Aleksis Mierlauks

The following article is from The Great Soviet Encyclopedia (1979). It might be outdated or ideologically biased.

Mierlauks, Aleksis


(also, A. Mierlauk; pseudonyms of A. Fridfelds). Born Apr. 3 (15), 1866, in IkŠķilē; died Apr. 19, 1943, in Riga. Latvian theatrical figure, director, and actor.

While a worker, Mierlauks took part in amateur stage productions in Riga (from 1886). From 1890 he was an actor and then a director at the Riga Latvian Theater, where he staged Gorky’s Smug Citizens (1904) and The Lower Depths (1906), which were widely acclaimed by progressive intellectuals. Mierlauks’ talent as a director reached its peak during his work at the New Riga Theater, which he headed from 1909 to 1911 and from 1914 to 1915. Mierlauks’ 1911 production of Rainis’ play Fire and Night was a landmark in the history of the Latvian theater.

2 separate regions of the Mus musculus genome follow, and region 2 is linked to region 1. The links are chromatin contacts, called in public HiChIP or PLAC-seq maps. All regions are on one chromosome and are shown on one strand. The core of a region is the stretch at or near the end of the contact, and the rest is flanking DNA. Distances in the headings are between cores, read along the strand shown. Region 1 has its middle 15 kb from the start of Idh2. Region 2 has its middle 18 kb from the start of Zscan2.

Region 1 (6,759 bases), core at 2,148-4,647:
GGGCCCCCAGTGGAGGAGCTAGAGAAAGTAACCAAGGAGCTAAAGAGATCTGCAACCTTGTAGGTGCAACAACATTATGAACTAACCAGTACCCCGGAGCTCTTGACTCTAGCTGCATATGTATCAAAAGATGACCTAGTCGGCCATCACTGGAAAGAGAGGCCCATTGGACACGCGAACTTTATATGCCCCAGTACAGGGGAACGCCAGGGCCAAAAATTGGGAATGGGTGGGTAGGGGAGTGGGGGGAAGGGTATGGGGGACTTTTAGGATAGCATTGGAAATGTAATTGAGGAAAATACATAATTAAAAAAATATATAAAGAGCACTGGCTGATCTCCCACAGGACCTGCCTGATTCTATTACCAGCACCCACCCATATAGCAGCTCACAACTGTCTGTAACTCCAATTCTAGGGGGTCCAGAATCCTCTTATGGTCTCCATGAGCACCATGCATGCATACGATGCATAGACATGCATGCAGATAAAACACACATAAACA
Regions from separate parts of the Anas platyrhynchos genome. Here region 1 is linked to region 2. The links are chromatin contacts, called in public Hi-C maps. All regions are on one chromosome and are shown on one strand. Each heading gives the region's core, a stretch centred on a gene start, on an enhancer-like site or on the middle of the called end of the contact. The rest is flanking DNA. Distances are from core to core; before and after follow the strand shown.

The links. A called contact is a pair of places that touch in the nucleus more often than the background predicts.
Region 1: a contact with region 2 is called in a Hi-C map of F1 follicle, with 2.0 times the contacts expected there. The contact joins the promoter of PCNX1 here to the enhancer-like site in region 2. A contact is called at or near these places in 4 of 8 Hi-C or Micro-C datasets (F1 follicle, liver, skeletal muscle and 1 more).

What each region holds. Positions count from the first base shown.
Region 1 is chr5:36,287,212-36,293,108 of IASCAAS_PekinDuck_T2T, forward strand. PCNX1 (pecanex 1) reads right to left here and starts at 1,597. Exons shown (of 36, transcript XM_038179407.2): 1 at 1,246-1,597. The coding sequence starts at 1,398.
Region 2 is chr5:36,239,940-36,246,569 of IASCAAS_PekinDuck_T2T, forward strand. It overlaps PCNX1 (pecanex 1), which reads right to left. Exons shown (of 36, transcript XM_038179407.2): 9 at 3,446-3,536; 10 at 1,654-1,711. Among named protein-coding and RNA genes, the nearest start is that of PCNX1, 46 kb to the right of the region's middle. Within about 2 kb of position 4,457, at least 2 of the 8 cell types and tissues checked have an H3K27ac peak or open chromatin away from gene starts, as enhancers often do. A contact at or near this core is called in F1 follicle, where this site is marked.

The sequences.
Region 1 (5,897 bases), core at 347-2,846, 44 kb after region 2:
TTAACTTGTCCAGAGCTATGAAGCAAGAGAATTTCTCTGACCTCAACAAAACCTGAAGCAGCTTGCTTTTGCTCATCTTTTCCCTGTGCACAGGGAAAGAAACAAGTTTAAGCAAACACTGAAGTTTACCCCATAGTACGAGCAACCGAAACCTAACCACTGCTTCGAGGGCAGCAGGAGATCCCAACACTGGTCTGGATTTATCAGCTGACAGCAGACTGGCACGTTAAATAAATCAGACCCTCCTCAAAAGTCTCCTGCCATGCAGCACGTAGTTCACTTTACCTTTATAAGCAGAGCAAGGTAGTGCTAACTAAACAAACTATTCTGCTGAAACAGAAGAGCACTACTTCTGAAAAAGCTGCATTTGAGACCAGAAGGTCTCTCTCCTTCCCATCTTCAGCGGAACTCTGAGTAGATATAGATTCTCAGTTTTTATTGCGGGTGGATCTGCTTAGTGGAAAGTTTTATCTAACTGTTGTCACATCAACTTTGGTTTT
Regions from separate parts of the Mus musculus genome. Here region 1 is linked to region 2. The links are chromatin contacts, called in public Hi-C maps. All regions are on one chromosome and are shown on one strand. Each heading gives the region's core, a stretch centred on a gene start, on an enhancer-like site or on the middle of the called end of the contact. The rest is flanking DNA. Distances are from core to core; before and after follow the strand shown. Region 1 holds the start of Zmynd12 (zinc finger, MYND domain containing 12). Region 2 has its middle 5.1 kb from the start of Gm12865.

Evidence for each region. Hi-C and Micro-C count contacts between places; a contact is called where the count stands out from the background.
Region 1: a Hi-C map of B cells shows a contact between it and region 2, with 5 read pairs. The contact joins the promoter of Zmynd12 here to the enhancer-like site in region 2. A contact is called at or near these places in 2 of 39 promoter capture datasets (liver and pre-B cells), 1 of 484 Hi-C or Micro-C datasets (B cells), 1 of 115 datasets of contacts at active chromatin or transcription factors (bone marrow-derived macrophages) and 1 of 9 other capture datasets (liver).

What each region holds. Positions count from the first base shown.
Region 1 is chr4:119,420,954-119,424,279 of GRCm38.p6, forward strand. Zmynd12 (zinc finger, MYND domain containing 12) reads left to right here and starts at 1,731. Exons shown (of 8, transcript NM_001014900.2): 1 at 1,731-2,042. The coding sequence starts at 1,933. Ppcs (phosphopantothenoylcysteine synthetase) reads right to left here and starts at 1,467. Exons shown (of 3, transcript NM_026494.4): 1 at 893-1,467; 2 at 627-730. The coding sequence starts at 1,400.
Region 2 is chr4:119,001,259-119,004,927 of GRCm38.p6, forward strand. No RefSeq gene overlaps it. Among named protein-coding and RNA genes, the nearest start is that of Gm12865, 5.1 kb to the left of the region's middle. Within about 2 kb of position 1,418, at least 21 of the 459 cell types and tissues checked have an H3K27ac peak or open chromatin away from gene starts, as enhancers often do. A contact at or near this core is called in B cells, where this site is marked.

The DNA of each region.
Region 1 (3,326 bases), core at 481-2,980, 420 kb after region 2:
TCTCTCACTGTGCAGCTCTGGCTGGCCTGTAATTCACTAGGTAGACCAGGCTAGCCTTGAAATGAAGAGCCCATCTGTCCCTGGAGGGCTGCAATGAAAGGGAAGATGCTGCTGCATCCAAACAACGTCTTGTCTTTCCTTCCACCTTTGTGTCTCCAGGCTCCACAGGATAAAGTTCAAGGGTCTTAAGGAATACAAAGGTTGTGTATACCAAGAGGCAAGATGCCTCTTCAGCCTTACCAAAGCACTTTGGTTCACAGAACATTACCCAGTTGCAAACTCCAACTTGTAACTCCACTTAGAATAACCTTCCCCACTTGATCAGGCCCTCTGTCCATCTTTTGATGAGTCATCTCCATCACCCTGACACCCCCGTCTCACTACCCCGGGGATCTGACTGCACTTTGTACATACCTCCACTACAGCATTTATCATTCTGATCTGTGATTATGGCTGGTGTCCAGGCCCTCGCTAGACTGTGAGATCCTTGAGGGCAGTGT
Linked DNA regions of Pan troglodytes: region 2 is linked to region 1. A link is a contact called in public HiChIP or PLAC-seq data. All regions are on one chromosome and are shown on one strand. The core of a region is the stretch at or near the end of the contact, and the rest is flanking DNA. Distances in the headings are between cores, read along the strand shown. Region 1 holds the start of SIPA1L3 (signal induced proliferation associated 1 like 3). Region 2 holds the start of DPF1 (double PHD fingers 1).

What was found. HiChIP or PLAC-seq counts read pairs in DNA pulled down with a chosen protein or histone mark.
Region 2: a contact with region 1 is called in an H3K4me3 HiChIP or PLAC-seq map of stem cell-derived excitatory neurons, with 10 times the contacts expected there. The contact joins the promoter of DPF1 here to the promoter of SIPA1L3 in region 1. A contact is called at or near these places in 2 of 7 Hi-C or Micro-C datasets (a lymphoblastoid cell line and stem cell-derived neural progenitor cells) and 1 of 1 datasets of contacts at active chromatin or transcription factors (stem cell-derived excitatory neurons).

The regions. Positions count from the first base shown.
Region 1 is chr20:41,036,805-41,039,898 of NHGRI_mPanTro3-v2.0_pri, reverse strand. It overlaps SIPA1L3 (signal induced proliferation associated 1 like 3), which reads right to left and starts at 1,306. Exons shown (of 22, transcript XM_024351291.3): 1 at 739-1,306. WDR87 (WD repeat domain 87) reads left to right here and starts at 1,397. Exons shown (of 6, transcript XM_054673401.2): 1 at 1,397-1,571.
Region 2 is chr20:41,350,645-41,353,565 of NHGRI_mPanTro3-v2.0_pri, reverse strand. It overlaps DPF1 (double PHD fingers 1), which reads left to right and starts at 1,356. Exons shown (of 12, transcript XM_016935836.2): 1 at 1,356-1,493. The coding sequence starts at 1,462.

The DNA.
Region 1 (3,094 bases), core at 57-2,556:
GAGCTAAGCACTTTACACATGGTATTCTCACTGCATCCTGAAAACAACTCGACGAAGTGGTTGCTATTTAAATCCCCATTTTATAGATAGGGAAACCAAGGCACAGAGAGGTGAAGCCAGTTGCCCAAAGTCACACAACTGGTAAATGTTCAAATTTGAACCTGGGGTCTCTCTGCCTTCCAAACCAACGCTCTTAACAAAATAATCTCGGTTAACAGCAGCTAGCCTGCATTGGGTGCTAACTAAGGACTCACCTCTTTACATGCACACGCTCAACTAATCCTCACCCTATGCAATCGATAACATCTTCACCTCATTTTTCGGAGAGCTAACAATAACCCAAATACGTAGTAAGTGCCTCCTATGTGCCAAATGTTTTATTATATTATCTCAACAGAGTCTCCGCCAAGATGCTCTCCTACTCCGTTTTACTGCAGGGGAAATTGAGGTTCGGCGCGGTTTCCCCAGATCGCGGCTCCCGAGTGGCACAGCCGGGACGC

Mierlauks later worked at the Petrograd New Latvian Theater (1915), the Workers’ Theater of Soviet Latvia (1919), the National Theater (1919–38; director, 1919–21). Among his productions were Gorky’s Enemies (1919) and Rainis’ Joseph and His Brethren (1920) and I Played and Danced (1921). Among his best roles were Klenga in Blaumanis’ In the Fire, Kangars in Rainis’ Fire and Night, Attinghausen in Schiller’s Wilhelm Tell, and Belugin in Ostrovskii and Solov’ev’s Belugin ’s Marriage.

Mierlauks is an outstanding representative of Latvian democratic theatrical culture and a founder of national stage direction.


Grēvinš, V. Aleksis Mierlauks. Riga, 1956.
The Great Soviet Encyclopedia, 3rd Edition (1970-1979). © 2010 The Gale Group, Inc. All rights reserved.
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